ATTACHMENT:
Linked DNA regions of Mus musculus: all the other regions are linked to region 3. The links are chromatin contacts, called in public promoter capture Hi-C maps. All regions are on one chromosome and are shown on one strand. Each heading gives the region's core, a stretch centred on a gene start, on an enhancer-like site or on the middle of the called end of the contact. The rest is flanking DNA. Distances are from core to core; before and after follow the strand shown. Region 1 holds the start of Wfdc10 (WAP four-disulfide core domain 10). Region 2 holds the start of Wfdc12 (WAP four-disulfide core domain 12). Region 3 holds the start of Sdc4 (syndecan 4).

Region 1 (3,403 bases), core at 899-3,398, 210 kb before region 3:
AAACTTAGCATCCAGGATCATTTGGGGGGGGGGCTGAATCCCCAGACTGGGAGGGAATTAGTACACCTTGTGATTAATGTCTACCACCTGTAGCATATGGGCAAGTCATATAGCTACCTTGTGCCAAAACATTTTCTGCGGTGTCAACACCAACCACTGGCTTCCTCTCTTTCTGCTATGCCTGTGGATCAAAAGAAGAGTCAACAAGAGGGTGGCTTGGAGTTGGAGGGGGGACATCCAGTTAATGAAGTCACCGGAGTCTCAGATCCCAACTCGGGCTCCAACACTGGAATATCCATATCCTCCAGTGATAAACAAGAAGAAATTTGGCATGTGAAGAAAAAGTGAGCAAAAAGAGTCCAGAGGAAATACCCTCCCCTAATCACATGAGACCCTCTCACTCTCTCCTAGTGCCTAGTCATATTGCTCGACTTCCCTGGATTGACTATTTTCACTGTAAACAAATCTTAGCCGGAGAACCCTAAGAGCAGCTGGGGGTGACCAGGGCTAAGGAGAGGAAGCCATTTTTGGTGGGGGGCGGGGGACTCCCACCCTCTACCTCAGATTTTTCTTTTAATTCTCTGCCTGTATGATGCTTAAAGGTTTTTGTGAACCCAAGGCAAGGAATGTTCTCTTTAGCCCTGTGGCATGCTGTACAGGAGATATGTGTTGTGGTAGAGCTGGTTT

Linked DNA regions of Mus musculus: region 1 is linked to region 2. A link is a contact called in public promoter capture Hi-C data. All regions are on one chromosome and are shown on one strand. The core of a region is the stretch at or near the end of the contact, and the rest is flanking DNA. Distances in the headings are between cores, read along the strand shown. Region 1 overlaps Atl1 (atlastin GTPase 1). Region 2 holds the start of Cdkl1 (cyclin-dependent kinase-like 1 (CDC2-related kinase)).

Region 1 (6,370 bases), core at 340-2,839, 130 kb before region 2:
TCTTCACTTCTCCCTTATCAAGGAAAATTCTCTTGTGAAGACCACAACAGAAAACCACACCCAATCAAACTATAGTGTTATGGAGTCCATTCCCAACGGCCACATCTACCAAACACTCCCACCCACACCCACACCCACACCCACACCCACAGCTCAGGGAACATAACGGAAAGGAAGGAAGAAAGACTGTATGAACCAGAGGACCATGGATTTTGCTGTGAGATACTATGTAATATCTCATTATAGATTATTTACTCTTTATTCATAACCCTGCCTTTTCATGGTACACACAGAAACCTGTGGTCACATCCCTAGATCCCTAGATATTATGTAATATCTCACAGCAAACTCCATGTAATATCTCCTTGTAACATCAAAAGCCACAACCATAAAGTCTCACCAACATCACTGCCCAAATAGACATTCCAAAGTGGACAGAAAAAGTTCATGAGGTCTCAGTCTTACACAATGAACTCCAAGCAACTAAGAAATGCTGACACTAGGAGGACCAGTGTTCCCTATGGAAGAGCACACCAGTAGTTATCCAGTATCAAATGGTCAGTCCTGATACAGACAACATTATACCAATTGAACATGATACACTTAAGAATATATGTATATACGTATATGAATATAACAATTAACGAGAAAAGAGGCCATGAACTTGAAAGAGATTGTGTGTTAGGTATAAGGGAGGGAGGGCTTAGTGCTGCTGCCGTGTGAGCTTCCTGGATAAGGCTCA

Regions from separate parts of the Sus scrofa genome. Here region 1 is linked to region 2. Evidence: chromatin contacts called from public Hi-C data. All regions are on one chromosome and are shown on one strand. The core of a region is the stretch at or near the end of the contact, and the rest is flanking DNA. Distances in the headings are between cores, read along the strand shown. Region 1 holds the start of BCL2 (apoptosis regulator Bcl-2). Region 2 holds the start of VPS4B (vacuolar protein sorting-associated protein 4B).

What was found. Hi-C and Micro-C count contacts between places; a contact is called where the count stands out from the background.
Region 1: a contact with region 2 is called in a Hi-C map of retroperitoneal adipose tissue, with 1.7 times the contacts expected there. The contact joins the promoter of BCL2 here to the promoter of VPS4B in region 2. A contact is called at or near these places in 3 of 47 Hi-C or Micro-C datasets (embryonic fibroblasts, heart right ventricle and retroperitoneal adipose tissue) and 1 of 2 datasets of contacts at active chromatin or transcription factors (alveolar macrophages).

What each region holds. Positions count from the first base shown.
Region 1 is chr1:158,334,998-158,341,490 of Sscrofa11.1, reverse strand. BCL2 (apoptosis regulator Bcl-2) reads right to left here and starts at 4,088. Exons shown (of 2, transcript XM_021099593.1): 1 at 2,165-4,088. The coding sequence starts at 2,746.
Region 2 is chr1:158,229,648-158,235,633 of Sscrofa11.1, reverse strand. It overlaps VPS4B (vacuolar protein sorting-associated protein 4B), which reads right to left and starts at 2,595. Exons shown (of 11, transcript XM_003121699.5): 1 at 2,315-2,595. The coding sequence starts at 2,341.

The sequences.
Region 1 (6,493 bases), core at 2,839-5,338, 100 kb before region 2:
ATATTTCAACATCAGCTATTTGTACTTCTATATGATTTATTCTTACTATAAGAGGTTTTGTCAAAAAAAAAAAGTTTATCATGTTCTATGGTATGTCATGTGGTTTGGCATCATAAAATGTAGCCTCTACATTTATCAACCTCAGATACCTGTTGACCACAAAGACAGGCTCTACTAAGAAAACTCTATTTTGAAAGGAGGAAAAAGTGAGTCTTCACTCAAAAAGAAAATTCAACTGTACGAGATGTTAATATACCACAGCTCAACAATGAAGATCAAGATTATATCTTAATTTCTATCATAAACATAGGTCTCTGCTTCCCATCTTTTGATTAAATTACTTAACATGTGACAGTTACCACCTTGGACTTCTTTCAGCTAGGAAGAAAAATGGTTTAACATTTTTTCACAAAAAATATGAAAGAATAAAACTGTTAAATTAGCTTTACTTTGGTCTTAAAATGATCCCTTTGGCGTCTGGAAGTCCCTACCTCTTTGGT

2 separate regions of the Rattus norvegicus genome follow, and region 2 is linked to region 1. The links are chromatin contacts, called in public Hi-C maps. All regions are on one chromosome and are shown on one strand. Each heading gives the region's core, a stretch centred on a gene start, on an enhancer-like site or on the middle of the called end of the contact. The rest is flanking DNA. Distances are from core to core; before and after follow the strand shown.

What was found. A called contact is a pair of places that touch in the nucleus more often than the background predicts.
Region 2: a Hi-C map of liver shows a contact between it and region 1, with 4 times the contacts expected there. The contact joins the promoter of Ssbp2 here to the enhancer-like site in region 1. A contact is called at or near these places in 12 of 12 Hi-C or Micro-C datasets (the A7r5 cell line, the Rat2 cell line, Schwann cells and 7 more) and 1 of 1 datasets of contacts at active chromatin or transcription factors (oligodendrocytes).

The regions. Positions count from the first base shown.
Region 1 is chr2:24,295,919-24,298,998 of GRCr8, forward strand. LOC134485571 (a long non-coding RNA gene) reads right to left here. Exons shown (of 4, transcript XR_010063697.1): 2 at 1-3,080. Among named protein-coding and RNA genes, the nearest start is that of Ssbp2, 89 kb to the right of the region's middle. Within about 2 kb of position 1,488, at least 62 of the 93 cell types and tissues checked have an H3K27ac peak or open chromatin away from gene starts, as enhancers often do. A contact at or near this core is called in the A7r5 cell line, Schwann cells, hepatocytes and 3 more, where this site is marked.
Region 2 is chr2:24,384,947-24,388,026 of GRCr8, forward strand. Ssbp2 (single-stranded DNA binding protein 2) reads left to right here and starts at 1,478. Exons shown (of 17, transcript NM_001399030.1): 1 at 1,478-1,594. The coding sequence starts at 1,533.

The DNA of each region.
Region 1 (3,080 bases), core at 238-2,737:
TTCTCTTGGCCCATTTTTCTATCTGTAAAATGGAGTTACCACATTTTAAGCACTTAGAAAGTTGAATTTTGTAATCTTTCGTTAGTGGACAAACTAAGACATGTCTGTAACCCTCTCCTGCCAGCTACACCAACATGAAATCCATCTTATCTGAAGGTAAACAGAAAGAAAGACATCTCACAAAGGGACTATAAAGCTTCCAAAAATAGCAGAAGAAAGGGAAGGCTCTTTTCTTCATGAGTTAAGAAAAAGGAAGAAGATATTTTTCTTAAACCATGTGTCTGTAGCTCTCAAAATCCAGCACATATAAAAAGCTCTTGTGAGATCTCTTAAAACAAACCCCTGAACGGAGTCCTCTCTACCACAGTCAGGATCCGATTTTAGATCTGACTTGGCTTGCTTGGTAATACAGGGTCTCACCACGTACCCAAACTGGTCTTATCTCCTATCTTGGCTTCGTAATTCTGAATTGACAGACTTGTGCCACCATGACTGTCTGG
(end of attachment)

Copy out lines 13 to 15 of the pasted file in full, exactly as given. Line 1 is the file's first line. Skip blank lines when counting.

The sequences.
Region 1 (6,493 bases), core at 2,839-5,338, 100 kb before region 2:
ATATTTCAACATCAGCTATTTGTACTTCTATATGATTTATTCTTACTATAAGAGGTTTTGTCAAAAAAAAAAAGTTTATCATGTTCTATGGTATGTCATGTGGTTTGGCATCATAAAATGTAGCCTCTACATTTATCAACCTCAGATACCTGTTGACCACAAAGACAGGCTCTACTAAGAAAACTCTATTTTGAAAGGAGGAAAAAGTGAGTCTTCACTCAAAAAGAAAATTCAACTGTACGAGATGTTAATATACCACAGCTCAACAATGAAGATCAAGATTATATCTTAATTTCTATCATAAACATAGGTCTCTGCTTCCCATCTTTTGATTAAATTACTTAACATGTGACAGTTACCACCTTGGACTTCTTTCAGCTAGGAAGAAAAATGGTTTAACATTTTTTCACAAAAAATATGAAAGAATAAAACTGTTAAATTAGCTTTACTTTGGTCTTAAAATGATCCCTTTGGCGTCTGGAAGTCCCTACCTCTTTGGT